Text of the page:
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All eyes are on Alabama’s special U.S. Senate election today, but in one community there will actually be “double the fun” in the form of a second election – with its own ballot and check-in table. WHNT has more:

There is another race that only some voters will face when they go to the polls Tuesday. The Alabama House of Representatives District 4 seat was vacated earlier this year when former Representative Micky Hammon was convicted of corruption charges in September.

District 4 encompasses a large portion of Morgan County and stretches up into Limestone County.

And so voters in that legislative district will also be participating in a Republican primary Tuesday. You should be warned, since it’s a completely separate election, there will be two separate ballots, two sets of poll workers, and two lines.

For most voters here in the Tennessee Valley, it’ll be a simple thing. One line to register, one ballot, one race, one choice.

But District 4 voters will face a pair of lines, a pair of sign-ins and ballots.

“18 polling places in Morgan County, and 5 in Limestone County will actually have two separate elections going on at the same time on the same day,” says Morgan County Probate Judge Greg Cain.

Even more interesting, the second race features split precincts, which means that the task of checking in voters will be just that more complicated:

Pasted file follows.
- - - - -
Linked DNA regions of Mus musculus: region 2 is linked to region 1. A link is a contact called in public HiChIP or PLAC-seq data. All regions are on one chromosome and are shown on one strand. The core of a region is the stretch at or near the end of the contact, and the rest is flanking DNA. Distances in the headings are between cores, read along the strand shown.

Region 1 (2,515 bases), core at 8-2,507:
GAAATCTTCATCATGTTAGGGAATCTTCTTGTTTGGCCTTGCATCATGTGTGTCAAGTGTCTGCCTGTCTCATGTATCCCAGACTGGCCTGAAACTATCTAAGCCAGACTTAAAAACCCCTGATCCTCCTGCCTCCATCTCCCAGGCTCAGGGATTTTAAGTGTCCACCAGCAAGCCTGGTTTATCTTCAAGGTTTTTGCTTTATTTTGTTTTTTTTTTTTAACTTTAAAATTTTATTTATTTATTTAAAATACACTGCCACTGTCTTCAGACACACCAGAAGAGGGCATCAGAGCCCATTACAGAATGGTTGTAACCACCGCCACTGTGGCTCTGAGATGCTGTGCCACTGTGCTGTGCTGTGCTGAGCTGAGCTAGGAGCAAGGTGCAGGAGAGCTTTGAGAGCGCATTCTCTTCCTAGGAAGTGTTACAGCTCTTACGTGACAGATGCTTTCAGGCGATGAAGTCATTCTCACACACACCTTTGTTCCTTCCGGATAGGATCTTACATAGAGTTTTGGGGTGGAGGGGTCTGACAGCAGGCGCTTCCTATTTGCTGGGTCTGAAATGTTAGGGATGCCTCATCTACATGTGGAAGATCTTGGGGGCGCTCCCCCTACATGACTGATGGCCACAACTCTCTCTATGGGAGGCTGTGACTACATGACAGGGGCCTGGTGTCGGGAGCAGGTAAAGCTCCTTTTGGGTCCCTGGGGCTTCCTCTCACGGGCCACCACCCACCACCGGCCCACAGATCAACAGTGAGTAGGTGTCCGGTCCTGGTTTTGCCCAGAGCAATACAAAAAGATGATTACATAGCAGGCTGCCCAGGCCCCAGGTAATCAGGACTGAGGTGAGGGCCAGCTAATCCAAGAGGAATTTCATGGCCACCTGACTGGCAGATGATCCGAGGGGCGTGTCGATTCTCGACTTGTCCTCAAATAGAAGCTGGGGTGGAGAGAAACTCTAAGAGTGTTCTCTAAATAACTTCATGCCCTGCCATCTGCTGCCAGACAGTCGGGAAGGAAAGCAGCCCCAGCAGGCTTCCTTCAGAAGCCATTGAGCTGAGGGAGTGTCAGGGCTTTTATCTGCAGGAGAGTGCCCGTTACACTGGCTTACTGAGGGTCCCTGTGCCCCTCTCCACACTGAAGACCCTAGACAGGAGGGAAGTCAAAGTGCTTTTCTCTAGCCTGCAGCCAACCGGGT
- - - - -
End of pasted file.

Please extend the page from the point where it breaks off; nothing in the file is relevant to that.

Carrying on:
It promises to create at least a little confusion, especially when you consider not everyone at the affected polling places will be able to vote in both races.

“Out of the 18 precincts in Morgan County, 14 of them are split precincts,” Cain says. That means not everyone in that voting precinct resides within District 4 and qualifies to vote in that primary.

Think back to Hartselle 5 years ago when they held a wet-dry referendum in conjunction with a state election. Two lines, two sets of poll workers, two distinctly different ballots.

That’s what voters in District 4 will face Tuesday.

The kicker – the winner might not ever actually spend a single day legislating in 2018:

An interesting footnote to the Republican primary, there are 3 names on the ballot so there could be a run-off. If that happens, it’ll take place in late February with the general election sometime in the spring.

The legislative session will have ended long before then and the term for that office ends in 2018. It means if there is a run-off, the person who eventually wins the election for the state legislature will not serve a single day in the legislature before having to run again.

This is a small story, to be sure, but it highlights how the nation’s electoral map can create interesting challenges for election officials and voters alike. Here’s hoping everything goes smoothly today – both in District 4 and across the Yellowhammer State. Stay tuned!